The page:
We look forward to sharing his perspective on volunteering in the UK.
Brazilians as we all know are world leaders in the art of partying and finding good reasons to do it, and those in the Living and Learning project are no exception.
Saturday saw the culmination of a week of preparation as the children and their families came together to celebrate the feast of St John, with a theme of traditional dress and dancing. Our on the spot reporter Will comments that the:
“friendly atmosphere and tasty food made for a great night.”
Obviously a not to be missed fun night for all involved, but there are also some powerful elements at work which I want to draw out.1. The dedication of the monitors and volunteers in helping to organise the event carries the implicit message to the children that they are worth time and effort and are valued as individuals. Beth the co-ordinator reminds us often of the role those in the project play in developing the childrens’ self-esteem, because it is from this that aspiration follows.2. Bringing the families together in a spirit of joy builds and sustains the community.3. The event was used as opportunity to raise funds which demonstrates the will of the children and staff to be self-helping.
Well done to everyone, as always I feel humbled and privileged to be part of this community.
Remember Gabriel our physics and philosophy student whose special interest is bio fuels; he is back in Rio showing Georgina and Will the ropes, helping out in the Living and learning and working on an exciting fund raising idea before heading up to Cristino Castro.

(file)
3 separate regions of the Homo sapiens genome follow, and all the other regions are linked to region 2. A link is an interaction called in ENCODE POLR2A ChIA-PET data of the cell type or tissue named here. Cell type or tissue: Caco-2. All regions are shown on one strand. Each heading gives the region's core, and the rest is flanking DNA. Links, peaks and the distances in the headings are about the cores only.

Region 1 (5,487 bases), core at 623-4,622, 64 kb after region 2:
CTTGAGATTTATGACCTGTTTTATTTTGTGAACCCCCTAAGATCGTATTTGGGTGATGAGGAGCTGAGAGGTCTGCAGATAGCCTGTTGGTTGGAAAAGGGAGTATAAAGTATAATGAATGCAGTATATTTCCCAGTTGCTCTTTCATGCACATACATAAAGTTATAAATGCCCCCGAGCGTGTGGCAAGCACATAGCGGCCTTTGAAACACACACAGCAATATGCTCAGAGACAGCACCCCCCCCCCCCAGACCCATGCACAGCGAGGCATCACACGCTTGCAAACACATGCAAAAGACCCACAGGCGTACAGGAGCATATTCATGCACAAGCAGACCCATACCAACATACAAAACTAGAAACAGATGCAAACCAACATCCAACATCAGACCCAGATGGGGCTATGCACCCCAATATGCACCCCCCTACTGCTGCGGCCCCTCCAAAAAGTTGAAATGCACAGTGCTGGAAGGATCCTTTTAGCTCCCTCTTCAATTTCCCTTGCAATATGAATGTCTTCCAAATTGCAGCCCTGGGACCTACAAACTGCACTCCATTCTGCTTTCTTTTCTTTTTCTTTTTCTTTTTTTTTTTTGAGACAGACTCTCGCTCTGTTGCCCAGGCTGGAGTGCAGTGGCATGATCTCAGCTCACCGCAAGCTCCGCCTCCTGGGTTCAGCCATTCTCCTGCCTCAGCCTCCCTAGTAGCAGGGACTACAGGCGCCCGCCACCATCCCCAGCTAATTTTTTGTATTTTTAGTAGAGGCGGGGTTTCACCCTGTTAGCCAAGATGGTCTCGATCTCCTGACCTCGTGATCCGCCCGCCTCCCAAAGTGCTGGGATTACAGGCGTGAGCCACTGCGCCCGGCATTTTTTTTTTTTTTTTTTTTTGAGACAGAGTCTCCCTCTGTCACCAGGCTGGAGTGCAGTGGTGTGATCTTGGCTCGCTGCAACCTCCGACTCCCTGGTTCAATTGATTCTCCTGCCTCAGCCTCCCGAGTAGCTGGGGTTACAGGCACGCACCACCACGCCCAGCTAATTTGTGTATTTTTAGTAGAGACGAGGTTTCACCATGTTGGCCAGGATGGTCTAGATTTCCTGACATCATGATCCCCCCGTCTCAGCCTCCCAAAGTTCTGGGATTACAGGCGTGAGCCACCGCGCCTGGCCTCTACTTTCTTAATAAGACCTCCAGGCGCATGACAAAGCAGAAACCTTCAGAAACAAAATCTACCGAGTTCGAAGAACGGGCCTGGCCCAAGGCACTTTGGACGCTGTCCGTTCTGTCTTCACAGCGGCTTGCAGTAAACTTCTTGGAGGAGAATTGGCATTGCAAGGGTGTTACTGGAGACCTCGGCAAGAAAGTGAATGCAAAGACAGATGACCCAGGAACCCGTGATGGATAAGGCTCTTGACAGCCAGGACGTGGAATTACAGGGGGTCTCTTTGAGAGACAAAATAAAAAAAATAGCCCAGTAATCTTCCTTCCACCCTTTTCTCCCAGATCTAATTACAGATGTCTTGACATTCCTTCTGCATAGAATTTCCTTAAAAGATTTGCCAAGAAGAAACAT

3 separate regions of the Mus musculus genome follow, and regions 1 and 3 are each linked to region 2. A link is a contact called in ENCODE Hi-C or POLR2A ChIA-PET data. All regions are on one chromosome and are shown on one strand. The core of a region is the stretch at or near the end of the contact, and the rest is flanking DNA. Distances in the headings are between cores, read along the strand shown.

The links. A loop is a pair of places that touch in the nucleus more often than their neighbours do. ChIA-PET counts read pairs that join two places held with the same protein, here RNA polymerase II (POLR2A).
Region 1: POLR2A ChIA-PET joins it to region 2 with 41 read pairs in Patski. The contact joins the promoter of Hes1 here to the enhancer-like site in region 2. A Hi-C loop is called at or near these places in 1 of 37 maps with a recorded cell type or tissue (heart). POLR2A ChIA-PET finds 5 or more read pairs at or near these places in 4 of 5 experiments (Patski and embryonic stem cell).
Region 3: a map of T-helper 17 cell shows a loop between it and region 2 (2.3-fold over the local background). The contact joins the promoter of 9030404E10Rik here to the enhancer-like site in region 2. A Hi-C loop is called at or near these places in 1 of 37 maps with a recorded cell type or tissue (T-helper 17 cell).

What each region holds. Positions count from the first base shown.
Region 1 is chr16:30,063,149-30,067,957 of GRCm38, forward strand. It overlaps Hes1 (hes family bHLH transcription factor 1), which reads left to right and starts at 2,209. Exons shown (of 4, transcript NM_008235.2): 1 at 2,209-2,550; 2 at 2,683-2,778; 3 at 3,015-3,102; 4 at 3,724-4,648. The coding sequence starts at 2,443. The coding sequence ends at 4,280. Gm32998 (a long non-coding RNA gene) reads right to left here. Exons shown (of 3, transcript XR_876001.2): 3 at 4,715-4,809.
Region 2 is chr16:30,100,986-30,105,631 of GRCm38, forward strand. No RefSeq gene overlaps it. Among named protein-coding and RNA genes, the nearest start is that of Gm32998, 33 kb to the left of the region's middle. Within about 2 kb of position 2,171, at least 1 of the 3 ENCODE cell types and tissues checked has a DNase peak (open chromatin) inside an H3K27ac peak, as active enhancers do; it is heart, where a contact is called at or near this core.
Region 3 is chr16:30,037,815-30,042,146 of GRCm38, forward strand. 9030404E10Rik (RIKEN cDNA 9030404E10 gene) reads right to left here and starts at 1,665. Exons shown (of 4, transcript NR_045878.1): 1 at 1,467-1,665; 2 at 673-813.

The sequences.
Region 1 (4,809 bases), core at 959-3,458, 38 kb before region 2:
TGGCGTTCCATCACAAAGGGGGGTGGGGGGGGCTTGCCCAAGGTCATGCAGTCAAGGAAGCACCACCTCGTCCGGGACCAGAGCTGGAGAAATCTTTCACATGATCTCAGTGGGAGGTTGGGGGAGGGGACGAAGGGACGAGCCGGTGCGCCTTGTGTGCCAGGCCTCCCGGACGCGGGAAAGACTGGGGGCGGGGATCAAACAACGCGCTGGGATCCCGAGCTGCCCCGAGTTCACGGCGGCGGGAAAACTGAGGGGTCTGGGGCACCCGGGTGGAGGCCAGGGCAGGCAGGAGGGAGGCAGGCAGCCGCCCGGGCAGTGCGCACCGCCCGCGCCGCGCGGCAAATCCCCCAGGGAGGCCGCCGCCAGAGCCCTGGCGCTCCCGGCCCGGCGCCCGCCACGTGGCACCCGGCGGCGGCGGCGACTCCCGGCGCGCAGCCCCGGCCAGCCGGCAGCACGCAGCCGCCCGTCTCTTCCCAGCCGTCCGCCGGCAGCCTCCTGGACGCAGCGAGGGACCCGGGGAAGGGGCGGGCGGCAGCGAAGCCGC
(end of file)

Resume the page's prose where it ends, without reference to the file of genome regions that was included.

Here’s the idea what do you think ?
“In 2014, from the 13th June – 13th July, Brazil will host the football world cup. Fans from all over the world will flock here in their tens of thousands to cheer on their team and soak up the atmosphere.
VinB is looking at putting together a World Cup tourist package, offering accommodation in the convent, transport to and from the airport, to the games, to the big screens, all run by 4-5 returning volunteers who can offer their experience and knowledge of Portuguese and Rio. After the convent’s costs are all covered, the profit can go straight to the project.
There’s a lot to work out, but how many other places in Rio can offer the following:
– Evening drinks on the roof looking out over Botafogo Bay
– Swimming Pool
– Sunday Mass
– a-side football on the court looking out to Sugar loaf mountain – maybe run a mini- world cup
– Connection with the local communities
– 18th century convent and grounds
– Peace, tranquillity and security away from the hustle and bustle of Rio life
And the beauty of it all is that while you’re enjoying the above, the project gets invaluable funding and exposure.
Even more excitingly, if the idea is a success for the World Cup, imagine the potential for the 2016 Olympics which are solely based in Rio!
As I said, there’s still a lot to work out and so we’d really appreciate any advice or input.” Gabriel
Wellington ... our cool tutor!
Finally, we have found a great little scheme for volunteers who want to get started with learning a little Portuguese before and during their placement.